To celebrate International Day of People with Disabilities 2020, themed 'Not all Disabilities are Visible', we are releasing two articles from Paramedic Insight, for all to read.
The 2020 International Day of People with Disabilities, is part of the annual celebration of people with disabilities, Disability History Month, 18 November to 18 December, and focuses on spreading awareness and understanding of disabilities that are not immediately apparent such as mental illness, chronic pain or fatigue, sight or hearing impairments, diabetes, brain injuries, neurological disorders, learning differences and cognitive dysfunctions, among others.
Our first article is an interview with Richard Webb-Stevens, a Motorcycle Paramedic with London Ambulance Service.
Looking at a picture of you in your bike gear, no-one would know that you suffer from profound sensorineural hearing loss. Can you tell us what that means for you in everyday life?
"I was born with bilateral severe/profound sensorineural hearing loss and have worn hearing aids for over 40 years. […] I have been able to adapt and cope as best I can. I wear hearing aids, but unlike glasses they cannot fully resolve my hearing loss. They are however amazing as without them I could not do my job. I use the hearing aids’ Bluetooth connectivity to use mobile phones and when I work in the control room, I have adapted induction loop headphones for using the landlines.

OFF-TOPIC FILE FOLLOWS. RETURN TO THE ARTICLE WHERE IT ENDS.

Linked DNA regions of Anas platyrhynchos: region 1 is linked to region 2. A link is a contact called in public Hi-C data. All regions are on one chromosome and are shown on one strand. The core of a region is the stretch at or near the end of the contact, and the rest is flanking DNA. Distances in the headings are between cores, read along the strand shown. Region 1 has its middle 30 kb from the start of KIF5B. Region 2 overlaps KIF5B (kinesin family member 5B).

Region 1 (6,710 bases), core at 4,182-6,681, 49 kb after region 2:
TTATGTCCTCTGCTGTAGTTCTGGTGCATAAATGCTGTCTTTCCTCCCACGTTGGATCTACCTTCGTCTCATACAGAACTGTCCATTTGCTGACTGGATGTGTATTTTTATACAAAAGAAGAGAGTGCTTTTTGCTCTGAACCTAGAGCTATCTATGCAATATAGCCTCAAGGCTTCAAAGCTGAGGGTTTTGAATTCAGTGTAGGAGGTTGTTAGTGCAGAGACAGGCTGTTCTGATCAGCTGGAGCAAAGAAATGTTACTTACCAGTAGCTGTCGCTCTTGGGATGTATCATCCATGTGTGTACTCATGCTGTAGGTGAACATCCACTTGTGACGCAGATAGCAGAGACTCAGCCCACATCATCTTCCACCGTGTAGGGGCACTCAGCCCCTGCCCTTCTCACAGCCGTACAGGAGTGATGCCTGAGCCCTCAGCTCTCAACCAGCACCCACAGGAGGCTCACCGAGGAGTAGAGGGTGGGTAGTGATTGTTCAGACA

I once designed an adaptive ear mould which enabled me to simultaneously use the Genesis headset and my hearing aids so I could talk to the control room and hear my patients too."
Read more here.
Sadly, because of the Covid-19 pandemic, we were unable to go ahead with our National Conference in May, so our excitement to hear Richard speak at the event was unfulfilled. However, we look forward to Richard presenting at another College CPD event in the future.
Our second article is Neurodiversity – unique attributes, powerful assets, opportunities needed! by Gemma Howlett, now Principal Lecturer for Paramedic Apprenticeships at the University of Cumbria, who talked with newly qualified paramedic James Bridge, now working as a paramedic with Polaris Medical Services.
I asked James; what they thought the top advantages of encouraging a more neurodiverse workforce were?
“Once you open the doors and remove barriers, you allow a wholly new unique element into the workforce. My neurodiversity allows for me to maintain greater accuracy through an ability to detect errors and higher levels of concentration. Being autistic gives me certain strengths. Reliability, determination and persistence, technical strength, and exceptionally strong recall and detailed factual knowledge."
Read more here.
James prefers the pronouns they/them to refer to themself, this was a mistake on the College’s part when publishing the original article. James is aware of this situation and has accepted an apology. Read more about using they/them pronouns here https://deconforming.com/they-them-pronouns/
Gemma and James’ article can also be read on page 94 in the Paramedic Practice-Based Learning: A Handbook for Practice Educators and Facilitators, by Dr Vince Clarke MCPara, Trustee Official for Education: https://www.collegeofparamedics.co.uk/COP/News/practice_educator_handbook.aspx
International Day of People with Disabilities is about celebrating the achievements and contributions of people with all abilities. For the College of Paramedics and our members, it is about promoting awareness, understanding and acceptance of the benefits of having people who are differently able, or who are living with long term conditions, within the paramedic profession.
“Diverse representation amongst paramedics will bring a richness to the future of our profession and will eventually reflect better the communities we serve.”
Tracy Nicholls, CEO, College of Paramedics